Modernity creates its own procession of wasted lives
We live in an era which is referred to as modernity. The building blocks of modernity are free markets and a liberal democratic polity, which respects human rights and the autonomy of the individual. Modernity is also characterized by the dominance of human cognitive abilities that are continuously revitalized by inventions in science and technology. Yet, we see on an ever-increasing scale the rise in traditional religiosity with practices and beliefs that are centuries old — an omniscient god who is all powerful and all good, such a human essence that continues after physical death as the soul, and that paradise and ultimate peace could be found not in this material life but, later, in some form of afterlife. This is true of all major organized religions. Why is this happening? Our lives are inexorably moving towards the future dominated by science and technology, while our beliefs and faiths are moving to an ancient past.
Religions, according to sociologists, are supposed to help us reconcile to our limited knowledge of the universe and create a cohesive community, which could be controlled by set codes of behaviour and give people a purpose in life: to aim for a better prospect somewhere in the unknown future. It is in this sense that modernity as an idea could be classified as a religion too — markets and democratic politics create the cohesion and control required for an orderly, governable society. It admits the autonomy of the individual, but with the sole purpose of consuming material goods and services and electing the best people as representatives in charge of governance so as to keep the freedom of political and economic choices intact. The system is treated as god. People choose to buy what they think is best, they vote according to what they think is best. However, this ‘religion’ has thrown up numerous, persistent doubts about its sustainability — in the lack of adequate jobs, in the astonishing rise in inequalities and in elected political leaders repeatedly turning out to be myopic, corrupt, arrogant and determined to systematically erode democratic institutions. Clearly, the doubts and the uncertainties surrounding liberalism make it much less attractive than traditional religions. The reason is not hard to fathom. The former is supposed to deliver paradise in the here and now. The latter promise a magical future, but one would have to wait until death. Is it then that troubled by the present, people turn to the past, or is it that we are witnessing the nascent beginning of something significant?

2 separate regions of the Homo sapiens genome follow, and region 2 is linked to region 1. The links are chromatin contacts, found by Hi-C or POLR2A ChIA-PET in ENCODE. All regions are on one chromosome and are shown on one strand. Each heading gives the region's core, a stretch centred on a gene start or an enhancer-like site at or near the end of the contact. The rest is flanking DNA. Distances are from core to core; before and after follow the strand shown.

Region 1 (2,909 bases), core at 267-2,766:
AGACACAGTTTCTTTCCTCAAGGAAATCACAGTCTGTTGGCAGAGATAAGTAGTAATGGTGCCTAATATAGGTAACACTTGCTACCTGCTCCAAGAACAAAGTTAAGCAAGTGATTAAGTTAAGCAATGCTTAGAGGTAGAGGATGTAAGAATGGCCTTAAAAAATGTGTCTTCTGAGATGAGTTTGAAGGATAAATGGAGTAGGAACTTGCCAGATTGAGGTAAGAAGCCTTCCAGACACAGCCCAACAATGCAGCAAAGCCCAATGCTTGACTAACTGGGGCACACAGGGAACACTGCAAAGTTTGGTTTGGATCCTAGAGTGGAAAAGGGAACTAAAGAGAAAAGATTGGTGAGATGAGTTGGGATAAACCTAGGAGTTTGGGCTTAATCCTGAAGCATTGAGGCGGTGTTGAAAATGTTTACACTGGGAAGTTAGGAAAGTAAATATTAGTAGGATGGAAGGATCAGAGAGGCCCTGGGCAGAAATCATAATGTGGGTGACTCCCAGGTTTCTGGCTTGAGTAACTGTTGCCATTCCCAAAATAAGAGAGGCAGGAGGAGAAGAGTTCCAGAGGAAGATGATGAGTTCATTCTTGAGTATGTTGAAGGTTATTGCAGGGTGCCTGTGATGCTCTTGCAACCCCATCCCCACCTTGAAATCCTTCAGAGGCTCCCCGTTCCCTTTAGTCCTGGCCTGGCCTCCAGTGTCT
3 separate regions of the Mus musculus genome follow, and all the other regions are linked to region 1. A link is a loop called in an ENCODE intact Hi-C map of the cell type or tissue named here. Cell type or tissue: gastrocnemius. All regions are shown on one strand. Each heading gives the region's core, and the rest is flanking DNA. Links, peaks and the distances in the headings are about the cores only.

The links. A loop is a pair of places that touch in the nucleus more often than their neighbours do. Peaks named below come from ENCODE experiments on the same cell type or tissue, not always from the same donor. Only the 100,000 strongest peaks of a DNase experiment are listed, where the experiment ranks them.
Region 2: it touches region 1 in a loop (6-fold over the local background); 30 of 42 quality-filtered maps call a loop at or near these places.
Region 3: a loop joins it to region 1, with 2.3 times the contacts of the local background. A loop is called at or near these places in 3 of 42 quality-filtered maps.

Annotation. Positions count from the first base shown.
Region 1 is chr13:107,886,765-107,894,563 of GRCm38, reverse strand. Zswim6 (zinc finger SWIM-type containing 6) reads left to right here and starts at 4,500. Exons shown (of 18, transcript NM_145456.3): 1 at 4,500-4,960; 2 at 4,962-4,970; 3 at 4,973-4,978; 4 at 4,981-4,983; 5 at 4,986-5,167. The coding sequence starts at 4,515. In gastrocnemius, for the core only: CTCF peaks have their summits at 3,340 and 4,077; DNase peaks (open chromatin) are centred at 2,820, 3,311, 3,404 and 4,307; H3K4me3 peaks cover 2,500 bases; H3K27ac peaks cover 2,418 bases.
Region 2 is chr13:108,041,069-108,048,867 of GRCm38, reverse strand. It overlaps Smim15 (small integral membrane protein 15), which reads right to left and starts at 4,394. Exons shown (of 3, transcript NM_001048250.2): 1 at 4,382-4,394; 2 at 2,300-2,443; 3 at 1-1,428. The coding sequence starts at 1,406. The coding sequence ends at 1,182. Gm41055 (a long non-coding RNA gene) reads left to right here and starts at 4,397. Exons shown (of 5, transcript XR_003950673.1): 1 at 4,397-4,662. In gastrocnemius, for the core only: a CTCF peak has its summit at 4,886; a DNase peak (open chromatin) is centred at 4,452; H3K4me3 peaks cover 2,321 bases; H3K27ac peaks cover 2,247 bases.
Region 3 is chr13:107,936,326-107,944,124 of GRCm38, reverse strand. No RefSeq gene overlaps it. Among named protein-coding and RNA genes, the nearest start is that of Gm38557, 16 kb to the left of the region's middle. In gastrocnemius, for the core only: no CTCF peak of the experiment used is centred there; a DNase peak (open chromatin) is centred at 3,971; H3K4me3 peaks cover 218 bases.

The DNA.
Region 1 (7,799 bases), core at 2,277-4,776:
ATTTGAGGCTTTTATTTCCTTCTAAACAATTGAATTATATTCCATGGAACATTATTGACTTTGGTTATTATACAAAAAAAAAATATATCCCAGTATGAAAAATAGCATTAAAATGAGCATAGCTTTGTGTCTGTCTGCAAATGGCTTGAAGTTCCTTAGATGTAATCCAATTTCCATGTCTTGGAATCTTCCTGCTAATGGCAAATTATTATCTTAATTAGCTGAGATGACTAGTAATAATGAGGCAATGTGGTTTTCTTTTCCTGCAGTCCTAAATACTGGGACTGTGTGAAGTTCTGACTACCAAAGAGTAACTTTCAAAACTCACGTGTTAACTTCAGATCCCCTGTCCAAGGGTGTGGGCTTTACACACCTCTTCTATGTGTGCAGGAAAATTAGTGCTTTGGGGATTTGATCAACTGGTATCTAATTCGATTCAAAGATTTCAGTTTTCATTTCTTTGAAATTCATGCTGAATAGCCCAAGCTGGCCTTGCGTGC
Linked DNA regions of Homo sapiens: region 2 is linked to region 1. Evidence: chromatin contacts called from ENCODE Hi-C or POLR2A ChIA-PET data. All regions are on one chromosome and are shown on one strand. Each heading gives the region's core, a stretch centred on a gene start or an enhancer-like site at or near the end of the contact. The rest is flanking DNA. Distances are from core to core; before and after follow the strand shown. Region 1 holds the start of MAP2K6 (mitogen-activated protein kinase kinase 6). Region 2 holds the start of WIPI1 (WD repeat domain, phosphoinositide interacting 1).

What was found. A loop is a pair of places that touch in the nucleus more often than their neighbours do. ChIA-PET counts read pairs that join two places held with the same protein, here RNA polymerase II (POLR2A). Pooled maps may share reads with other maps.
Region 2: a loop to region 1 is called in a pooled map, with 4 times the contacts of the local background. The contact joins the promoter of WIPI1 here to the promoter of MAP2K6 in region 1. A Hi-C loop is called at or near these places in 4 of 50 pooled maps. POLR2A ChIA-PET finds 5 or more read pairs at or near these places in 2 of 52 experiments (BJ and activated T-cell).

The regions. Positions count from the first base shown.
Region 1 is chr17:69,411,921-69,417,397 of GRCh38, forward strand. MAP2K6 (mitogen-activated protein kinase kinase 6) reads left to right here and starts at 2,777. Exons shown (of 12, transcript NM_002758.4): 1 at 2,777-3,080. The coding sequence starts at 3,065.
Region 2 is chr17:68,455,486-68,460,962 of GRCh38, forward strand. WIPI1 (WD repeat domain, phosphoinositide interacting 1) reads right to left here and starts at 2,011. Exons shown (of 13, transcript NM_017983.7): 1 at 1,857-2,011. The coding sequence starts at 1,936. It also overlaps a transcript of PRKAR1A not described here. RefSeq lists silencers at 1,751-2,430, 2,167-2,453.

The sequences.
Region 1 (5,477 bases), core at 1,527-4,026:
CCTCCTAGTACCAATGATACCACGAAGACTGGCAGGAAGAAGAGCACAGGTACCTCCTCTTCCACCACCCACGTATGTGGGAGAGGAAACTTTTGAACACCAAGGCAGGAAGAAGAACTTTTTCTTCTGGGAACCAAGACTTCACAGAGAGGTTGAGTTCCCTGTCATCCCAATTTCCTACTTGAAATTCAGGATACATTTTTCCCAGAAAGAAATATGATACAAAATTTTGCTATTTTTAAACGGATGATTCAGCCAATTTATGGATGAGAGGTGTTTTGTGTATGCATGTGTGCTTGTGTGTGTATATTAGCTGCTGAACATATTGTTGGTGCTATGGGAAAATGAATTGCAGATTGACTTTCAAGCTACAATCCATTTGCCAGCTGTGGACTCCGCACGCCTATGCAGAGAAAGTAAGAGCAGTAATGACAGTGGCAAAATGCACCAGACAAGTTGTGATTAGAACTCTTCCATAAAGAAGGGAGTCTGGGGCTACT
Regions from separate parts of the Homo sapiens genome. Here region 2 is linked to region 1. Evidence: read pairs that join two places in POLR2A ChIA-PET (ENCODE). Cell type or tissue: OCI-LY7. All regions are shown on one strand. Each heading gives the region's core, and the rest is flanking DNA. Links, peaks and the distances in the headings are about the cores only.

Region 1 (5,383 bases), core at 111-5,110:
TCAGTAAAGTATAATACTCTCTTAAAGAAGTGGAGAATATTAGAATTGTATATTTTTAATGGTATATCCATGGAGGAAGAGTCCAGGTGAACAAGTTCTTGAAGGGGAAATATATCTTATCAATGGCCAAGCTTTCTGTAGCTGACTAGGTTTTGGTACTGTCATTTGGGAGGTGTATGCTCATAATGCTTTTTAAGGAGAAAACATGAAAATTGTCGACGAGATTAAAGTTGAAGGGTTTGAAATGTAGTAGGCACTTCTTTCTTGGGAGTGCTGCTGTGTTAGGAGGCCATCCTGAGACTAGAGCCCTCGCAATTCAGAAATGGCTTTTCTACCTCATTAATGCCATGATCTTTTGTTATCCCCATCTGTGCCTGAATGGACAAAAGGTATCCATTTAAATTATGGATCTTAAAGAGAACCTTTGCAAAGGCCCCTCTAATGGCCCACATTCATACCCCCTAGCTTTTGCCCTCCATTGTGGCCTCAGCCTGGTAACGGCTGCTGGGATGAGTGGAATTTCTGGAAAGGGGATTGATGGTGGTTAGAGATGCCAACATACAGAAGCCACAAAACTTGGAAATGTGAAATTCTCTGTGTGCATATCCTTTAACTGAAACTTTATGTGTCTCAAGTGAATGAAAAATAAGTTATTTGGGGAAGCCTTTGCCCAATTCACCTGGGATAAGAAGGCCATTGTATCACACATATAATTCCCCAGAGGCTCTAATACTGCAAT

The main engine of change and wealth-making has been provided by science and technology. During the past 200 years, there has been an amazing series of developments in our knowledge about the world. In a way, science is a new religion that can challenge all other religions. It is the age of biology and computer science. Biology tells us that life is nothing but a set of complicated bio-chemical phenomena. There is no inner essence, no free will, not even autonomy. We are conditioned by processes in our bodies and information coded in our genes from our ancient past. Even emotions can be understood through complex algorithms and our reactions to external environments depend fundamentally on our need to reproduce and our need to survive. All feelings can be simplified down to these requirements. To modern biologists, death is only a technical problem that is potentially solvable if we have enough data about human beings and enough monitoring through biometric sensors implanted inside our bodies. For the first time in four billion years of life on planet earth, we also have the distinct possibility of inorganic life that can do all the bodily functions of organic life, as well as learn and express feelings. Genetic engineering, cloning, artificial intelligence, machine learning and robotics — the marriage of computer science and biology — each makes the possibilities stronger day by day. Big data are all powerful.